Pyongyang is trying to improve its negotiating position while testing the new US government. And competition between the US and China means the isolated country doesn't have much to fear, says DW's Alexander Freund.
It has become something of a yearly ritual - North Korea conducts provocative military tests, the indoctrinated population celebrates and neighbors South Korea and Japan protest heavily. Then they call the UN Security Council together with the US, and this is followed by condemnation from the international community - including reluctant criticism from China. Finally, new sanctions will be imposed.
But wait a moment - new sanctions? How may I ask should the already drastic sanctions applied to this already completely isolated country be tightened any further? Of course, nothing will come out of it, and North Korea knows this, but that is how the ritual goes and Pyongyang must be punished somehow.
With this logic in mind, Pyongyang is using this missile as a "test balloon." Now let's see how the new US government reacts to the provocation. Even considering US President Trump's well-known unpredictability, he does not want to risk escalating the conflict - and why would he?
Trump can use the missile test as an occasion to assure Japan and South Korea that the US will assist them in any way, while at the same time demanding that the nervous neighbors take more responsibility for their own defense. In other words, the US-produced missile defense system THAAD will remain stationed in South Korea and the gradual softening of Japan's pacifist constitution by Abe's conservative government will be tolerated.
And Prime Minister Abe's recent visit to Washington gave him and President Trump a perfect opportunity to demonstrate to the media their commitment to standing shoulder-to-shoulder as partners. And what can be done about the threat from North Korea? Obviously, the only answer is a military buildup.
North Korea using US-China competition
In Trump's eyes, China is also guilty. North Korea's protector is acting increasingly more aggressive in the region, but at the same time, does not apply its influence over its communist sister state - and for a good reason. Beijing indeed fears the collapse of North Korea, which would not only result in millions of refugees at the border, but also an uncomfortably close US presence.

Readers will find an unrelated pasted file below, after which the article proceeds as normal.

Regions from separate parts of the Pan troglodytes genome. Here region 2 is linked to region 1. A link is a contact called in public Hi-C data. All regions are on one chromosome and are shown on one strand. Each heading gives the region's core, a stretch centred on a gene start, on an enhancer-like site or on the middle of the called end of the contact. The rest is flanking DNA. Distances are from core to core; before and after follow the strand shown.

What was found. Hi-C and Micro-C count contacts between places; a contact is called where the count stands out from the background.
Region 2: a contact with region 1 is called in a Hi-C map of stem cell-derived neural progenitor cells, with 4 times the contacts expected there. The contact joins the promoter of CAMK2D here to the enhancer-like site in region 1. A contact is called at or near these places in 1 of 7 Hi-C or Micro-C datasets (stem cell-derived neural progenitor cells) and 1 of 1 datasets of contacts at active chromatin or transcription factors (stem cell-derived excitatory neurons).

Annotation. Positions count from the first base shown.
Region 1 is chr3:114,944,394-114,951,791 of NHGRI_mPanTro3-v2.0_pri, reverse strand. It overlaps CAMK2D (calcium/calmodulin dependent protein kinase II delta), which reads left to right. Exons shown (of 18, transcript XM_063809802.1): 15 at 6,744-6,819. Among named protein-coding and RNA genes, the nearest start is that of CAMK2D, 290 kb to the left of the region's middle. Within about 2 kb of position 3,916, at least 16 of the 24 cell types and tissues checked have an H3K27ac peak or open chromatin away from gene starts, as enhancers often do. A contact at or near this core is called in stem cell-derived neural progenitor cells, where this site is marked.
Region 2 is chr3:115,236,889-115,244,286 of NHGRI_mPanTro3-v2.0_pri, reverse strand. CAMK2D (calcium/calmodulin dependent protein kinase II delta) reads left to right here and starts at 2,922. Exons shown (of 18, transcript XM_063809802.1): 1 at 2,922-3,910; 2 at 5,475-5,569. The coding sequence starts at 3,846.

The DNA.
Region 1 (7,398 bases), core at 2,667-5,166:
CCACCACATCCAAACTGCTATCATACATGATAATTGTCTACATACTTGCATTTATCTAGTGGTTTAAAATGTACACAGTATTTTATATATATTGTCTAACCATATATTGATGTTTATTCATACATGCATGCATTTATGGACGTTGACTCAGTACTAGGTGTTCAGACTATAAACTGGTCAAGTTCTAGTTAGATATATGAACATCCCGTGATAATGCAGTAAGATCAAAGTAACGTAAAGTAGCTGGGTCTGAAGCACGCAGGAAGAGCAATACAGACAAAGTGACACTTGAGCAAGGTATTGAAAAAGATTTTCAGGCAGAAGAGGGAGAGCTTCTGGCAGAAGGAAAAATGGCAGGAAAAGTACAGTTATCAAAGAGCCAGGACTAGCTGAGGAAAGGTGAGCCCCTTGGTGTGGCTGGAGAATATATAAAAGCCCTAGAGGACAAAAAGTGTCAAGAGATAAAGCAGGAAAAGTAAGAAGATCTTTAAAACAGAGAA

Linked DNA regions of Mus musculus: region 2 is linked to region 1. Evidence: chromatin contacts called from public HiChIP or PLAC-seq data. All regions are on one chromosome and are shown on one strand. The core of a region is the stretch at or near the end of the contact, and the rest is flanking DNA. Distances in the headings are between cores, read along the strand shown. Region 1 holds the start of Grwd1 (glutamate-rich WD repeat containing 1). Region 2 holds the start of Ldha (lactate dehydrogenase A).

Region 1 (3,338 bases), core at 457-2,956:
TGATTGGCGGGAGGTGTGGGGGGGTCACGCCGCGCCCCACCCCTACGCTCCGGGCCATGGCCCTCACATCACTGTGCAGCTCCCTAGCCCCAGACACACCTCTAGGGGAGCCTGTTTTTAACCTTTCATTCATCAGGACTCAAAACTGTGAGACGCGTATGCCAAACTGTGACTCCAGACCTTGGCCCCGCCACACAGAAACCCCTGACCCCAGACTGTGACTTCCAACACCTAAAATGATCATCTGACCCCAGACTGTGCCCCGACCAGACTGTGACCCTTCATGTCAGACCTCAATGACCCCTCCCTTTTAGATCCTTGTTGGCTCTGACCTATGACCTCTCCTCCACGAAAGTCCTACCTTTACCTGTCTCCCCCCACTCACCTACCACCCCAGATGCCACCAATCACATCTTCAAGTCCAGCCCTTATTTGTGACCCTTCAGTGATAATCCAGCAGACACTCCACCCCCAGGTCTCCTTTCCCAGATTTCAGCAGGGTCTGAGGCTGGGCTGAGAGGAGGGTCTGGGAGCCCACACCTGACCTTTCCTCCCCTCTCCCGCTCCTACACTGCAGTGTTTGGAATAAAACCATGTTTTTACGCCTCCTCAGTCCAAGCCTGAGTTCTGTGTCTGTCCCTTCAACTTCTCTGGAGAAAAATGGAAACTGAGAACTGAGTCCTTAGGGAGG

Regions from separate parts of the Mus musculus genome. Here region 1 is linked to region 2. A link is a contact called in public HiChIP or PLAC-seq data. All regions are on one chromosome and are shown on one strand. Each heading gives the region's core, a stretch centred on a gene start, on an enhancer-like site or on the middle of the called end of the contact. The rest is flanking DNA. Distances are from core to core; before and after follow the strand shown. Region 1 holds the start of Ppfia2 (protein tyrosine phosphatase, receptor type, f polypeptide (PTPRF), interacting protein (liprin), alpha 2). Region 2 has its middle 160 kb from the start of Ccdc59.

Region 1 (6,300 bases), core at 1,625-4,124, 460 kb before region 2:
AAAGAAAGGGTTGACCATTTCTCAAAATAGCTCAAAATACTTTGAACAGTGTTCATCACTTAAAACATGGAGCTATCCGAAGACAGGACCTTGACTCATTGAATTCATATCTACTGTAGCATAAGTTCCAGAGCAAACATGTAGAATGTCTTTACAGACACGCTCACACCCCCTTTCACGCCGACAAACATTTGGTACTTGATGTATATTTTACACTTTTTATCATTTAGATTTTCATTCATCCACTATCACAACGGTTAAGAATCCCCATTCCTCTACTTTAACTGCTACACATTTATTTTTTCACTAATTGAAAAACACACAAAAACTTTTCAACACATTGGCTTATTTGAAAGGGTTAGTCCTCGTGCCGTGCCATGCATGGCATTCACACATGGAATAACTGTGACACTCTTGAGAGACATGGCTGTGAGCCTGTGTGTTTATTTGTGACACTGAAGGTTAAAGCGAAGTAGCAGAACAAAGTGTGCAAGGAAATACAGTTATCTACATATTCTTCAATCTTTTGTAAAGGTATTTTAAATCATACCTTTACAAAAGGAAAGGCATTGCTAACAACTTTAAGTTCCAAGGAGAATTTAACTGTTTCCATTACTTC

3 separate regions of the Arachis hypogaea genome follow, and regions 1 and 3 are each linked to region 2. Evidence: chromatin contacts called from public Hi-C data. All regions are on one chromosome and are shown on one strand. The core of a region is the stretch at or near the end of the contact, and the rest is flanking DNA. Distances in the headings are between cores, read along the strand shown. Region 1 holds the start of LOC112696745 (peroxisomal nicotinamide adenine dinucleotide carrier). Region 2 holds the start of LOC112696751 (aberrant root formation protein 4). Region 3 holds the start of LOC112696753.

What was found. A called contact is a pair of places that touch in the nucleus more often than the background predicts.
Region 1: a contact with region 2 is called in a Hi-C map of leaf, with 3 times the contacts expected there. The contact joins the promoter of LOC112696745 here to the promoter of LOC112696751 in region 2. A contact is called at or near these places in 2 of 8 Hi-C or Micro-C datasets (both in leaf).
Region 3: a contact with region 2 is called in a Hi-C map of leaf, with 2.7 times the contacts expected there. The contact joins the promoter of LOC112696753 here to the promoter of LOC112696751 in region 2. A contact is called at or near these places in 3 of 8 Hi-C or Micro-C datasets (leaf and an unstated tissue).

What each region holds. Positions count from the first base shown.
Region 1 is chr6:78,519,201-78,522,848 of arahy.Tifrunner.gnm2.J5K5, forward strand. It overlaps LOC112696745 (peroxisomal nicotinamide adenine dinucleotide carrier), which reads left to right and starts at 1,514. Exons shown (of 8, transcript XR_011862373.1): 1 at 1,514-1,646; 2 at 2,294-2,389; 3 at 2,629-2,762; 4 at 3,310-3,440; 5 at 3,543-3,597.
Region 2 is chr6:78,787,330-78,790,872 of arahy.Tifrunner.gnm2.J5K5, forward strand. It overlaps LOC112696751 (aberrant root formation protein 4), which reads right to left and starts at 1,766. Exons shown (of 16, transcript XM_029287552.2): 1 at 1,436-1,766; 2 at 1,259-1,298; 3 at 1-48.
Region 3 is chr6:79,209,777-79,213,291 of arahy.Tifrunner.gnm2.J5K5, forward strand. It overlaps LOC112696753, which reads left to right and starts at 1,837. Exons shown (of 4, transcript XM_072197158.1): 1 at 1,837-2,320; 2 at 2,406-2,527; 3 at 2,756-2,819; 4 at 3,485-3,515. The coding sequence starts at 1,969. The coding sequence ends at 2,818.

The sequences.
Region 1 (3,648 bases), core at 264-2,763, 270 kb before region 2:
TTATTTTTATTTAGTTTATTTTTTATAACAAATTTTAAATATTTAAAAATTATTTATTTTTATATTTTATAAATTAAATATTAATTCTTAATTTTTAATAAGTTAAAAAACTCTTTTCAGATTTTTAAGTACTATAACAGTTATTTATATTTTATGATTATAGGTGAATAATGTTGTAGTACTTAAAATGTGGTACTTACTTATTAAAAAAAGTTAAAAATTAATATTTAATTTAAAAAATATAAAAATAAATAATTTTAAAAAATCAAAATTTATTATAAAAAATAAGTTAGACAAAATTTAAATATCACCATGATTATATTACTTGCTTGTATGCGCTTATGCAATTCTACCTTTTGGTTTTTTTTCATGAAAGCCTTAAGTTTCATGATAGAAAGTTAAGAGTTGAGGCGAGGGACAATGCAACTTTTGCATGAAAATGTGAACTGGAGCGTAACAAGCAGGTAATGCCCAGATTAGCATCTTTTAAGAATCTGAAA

North Korea is therefore taking advantage of the moment. It understands the strategic competition between Washington and Beijing. And Trump is intentionally increasing the tension with his own provocations like alluding to trade wars, questioning the "one China" policy or criticizing China's access to the South China Sea.
The North Korean tactic behind this latest test is obvious and promising as Pyongyang knows it will only be accepted as a negotiating partner from a position of strength. Without weapons of mass destruction, a collapse similar to Gaddafi in Libya or Saddam Hussein in Iraq is to be expected. But a state like Iran, which entertains a nuclear program and appears to be a serious power, can potentially expect to negotiate a deal that is attractive for all sides.
Rituals are better than acting unilaterally
How effective North Korea's weapon systems really are and if they actually posses atomic weapons is beside the point. More important is the message - "we are dangerous, so take us seriously and then we can reach an agreement." But the US has yet to take them up on this deal. So far, Washington does not want to directly negotiate with Pyongyang and prefers a multi-party solution - a resumption of the six-party talks.
And this is the way it should stay - maintaining the ritual rather than going it alone. The problem is that the ritual right now is a diplomatic minefield. But even Trump will recognize that many issues can only be solved together with China. A promising solution for North Korea is only possible if trustworthy cooperation between Washington and Beijing is also made possible. And until then, Pyongyang will be testing missiles and looking for attention.
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